Me, too. Or…I guess I’d be second. Do you want to talk about the criticism Tarantino keeps getting for referencing other movies? That seems to be the source of some serious animosity.
Okay, sure. You know, my personal feeling is that everybody borrows from everybody. A popular theory, nothing new. But I really don’t see anything wrong with QT being inspired by movies. We’re all inspired by movies.
I don’t see how the movie references detract from the film in any way. Critics of this practice claim that Tarantino is just patting us on the back for “getting” the references, but I enjoyed the scenes where I didn’t get the references as much as the scenes where I did get the references.
Besides, I’ve watched many of the scenes that he supposedly copied and they are all different in a number of ways. And speaking of inspiration, I am going to put forward the argument that we are all inspired by Tarantino. Our whole generation. We’ve all seen pulp fiction and, whether we liked it or not, whether we wish to emulate it or forget it, it has affected us. And I think that people should give QT his props for being a cool sucker.
I think they’re just voicing their frustration for not being more widely versed in Tarantino’s film culture. They feel like the film is communicating to some genre film elite, rather than the broader film-going public that they are a part of.
You can feel cool if you recognize where a particular scene comes from but, at the same time, if you don’t know, you can appreciate Tarantino for bringing it to your attention.
Yeah, I think that’s really important. I’ve seen many movies solely on Quentin Tarantino’s recommendation and I’ve enjoyed almost all of them. If he’s referencing the films effectively, viewers should be curious and excited to see those films. What more could you ask from a filmmaker? He’s making people more enthusiastic about movies. That’s a great thing.
Precisely. Tarantino loves films, therefore he references them in his work. Just like a dude who loves horses will reference horses in his work (i.e., the horse whisperer).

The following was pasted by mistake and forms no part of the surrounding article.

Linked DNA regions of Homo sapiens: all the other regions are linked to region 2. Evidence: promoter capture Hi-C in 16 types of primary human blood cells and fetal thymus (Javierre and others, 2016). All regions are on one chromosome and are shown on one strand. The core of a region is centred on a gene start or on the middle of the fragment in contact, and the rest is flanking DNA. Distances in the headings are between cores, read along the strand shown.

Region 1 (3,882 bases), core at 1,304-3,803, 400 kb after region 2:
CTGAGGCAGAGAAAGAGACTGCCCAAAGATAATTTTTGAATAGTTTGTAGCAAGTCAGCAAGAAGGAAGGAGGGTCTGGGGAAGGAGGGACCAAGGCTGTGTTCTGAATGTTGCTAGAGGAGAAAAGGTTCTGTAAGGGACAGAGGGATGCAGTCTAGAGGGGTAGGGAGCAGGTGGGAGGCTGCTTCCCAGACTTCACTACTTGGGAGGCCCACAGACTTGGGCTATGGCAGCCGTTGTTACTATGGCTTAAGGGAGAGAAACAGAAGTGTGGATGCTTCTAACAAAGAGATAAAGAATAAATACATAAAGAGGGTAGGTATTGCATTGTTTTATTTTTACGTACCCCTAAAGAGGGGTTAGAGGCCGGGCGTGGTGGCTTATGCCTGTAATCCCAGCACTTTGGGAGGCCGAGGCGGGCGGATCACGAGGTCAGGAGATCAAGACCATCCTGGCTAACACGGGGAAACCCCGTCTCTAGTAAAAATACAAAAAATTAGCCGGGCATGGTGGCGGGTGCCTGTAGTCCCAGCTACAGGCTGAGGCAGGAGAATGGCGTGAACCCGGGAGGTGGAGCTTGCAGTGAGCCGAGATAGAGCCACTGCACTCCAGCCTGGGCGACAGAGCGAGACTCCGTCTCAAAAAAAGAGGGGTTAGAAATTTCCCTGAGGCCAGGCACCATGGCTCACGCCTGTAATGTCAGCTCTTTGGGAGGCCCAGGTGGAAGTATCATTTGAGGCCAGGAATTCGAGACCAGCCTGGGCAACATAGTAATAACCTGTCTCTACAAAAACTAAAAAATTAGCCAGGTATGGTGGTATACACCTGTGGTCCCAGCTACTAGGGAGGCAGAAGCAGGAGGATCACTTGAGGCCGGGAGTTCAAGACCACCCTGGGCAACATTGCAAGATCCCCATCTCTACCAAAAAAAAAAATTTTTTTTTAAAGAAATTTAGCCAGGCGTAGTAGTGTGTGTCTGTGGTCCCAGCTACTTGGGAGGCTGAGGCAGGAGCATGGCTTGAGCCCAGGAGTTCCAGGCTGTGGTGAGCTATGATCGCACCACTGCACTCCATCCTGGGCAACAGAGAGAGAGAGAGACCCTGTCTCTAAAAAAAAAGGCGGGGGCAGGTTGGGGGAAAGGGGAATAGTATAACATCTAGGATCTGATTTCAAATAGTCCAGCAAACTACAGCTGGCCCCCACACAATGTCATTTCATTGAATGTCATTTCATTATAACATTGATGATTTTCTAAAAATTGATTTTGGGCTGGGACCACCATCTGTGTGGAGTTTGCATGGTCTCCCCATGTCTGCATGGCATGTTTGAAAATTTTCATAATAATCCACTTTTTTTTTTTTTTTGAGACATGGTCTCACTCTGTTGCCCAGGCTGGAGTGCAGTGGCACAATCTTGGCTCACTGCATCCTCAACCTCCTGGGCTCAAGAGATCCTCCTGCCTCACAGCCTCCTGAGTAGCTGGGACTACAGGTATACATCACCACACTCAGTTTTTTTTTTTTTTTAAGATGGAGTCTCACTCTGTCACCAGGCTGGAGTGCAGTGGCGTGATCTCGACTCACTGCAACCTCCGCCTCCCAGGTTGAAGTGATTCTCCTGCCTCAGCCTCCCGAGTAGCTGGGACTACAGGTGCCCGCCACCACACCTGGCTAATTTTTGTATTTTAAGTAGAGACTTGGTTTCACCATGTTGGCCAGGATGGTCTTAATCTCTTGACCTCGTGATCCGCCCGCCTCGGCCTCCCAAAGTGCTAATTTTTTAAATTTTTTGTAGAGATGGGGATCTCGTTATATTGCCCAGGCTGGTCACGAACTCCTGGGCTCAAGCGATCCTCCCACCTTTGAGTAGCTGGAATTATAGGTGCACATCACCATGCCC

Good example. And just because one work refers to another doesn’t mean that the ideas are being used in the same way. You could adapt a film’s ideas to a piece of writing, for example.
Chapter Five: Billy Budd
The criticism that some people had of volume one—that it was shallow and insubstantial—doesn’t really apply to volume two. Most of the characters are complex and surprisingly ambiguous.
Absolutely. I agree. I really love Michael Madsen’s character, Budd. I think there’s a great deal of complexity in a loser lifestyle coupled with a sense of honor.
The relationship between brothers Bill and Budd—I wonder if they were named after Billy Budd?—is one of my favorite aspects of volume two. The only reason Budd wants to hurt The Bride is because she betrayed Bill. But he won’t reveal to Bill how much he loves him.
Budd even says that he’s only killing Uma because she “broke Bill’s heart.” Very romantic.
I think Tarantino went out of his way to make Budd sympathetic. In fact, he’s the only character on the Bride’s “death list” that she doesn’t kill, either directly or indirectly.
On the other hand, you have to pause and think about the sadism and cold-bloodedness that is necessary to do what he does to The Bride.
Yeah, it’s complicated.
I thought it was weird that Budd captured Uma so easily. She is usually so cautious but, for some reason, she basically walks right into his (not very devious) trap.